UK: Digesting The "Alphabetti Spaghetti" Of Pensions

It seems that we cannot escape from pensions. I don't mean in a philosophical sense – that every day of our working lives inevitably takes us closer to the time when we will need to rely on whatever financial provision we have (or have not) made for our future. Rather I mean in the empirical sense. It's almost impossible to avoid the subject, given the relentless – at times even overwhelming – volume of news stories and articles in the press and online; whether it's Sir Philip Green's BHS pensions debacle or, at the time of writing, endless speculation about UK Budget proposals.

In my opinion there is one major issue with pensions: the jargon. Let me take you me back to my childhood. As a child – and this may not come as a surprise to those who know me now – I rarely required any encouragement to eat. I was born into a Jersey family blessed with hearty appetites and there was no need to employ tricks or novelty foods where I was concerned.

Not so one of my fussy school friends, who would eat nothing but Alphabetti Spaghetti. As a result, it became a firm favourite when visiting his house. What wags we were, writing rude words on the plate with our pasta letters and then consuming the evidence. Or so we thought. Today, of course, there are pages online dedicated to this pursuit and somewhere, no doubt, there is probably a Scrabble-style competition for enthusiasts.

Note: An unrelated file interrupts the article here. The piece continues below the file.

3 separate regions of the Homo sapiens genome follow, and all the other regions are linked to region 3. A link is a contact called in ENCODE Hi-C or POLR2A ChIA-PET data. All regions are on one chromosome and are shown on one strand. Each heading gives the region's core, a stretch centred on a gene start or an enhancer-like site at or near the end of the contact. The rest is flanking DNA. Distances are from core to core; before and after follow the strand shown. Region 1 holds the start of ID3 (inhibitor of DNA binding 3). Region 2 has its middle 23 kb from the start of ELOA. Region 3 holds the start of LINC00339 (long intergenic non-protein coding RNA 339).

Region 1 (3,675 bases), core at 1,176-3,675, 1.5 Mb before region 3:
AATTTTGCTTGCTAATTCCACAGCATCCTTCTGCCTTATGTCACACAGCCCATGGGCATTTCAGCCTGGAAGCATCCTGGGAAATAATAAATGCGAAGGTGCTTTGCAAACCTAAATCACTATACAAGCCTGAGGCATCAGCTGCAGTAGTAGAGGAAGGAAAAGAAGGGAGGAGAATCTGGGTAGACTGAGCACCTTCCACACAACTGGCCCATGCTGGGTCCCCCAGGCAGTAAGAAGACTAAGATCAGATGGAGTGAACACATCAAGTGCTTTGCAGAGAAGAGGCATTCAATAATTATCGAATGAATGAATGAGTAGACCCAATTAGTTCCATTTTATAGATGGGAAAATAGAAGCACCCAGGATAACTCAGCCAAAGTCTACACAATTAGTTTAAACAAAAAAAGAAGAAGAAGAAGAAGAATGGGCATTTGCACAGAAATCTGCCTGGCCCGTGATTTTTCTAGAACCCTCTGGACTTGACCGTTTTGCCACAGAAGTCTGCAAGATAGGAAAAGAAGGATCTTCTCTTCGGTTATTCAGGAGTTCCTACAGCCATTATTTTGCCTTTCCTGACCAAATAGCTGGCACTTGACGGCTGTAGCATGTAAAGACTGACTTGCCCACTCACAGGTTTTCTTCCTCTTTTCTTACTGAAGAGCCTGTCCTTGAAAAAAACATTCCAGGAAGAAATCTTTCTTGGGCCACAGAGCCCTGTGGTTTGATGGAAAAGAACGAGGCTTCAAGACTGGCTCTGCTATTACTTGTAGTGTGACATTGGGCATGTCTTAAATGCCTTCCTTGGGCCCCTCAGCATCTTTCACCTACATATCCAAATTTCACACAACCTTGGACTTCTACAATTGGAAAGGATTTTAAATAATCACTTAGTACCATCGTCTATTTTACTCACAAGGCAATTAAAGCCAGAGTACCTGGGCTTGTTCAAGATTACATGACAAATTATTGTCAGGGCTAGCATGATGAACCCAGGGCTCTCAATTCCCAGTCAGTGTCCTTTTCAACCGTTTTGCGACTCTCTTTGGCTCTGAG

And so it was when thumbing through this month's copy of a pensions industry magazine that I was reminded of these innocent(ish) childhood pleasures. From time to time, I struggle with the plethora of pensions-related acronyms. So perhaps, I thought, it was time to straighten out the pasta a little, even though my tastes have changed a bit these days. Somehow alfabeto pasta (for that is the generic name) doesn't quite cut it next to Spaghetti con le Vongole or al Nero di Seppia.

To a large extent, increased pension comment in the mainstream press and online is a consequence of the new flexibility that has been given to individuals when it comes to organising their pension affairs. Many of these stories inevitably concentrate on the "scarier" side – doom-laden prophecies that we are not saving enough for our retirement or that the reforms promote irresponsible spending.

Broadly speaking, it has to be a good thing that individuals are allowed greater freedom to deal with their own financial affairs. After all, everyone's situation is specific, so a "one-size-fits-all" approach will not necessarily offer the right solution. True, some will take a less responsible approach. There are people who may well be tempted to make unwise choices when presented with the freedom to do what they like with their liberated pension pot. But most industry reports show that this is the exception rather than the rule.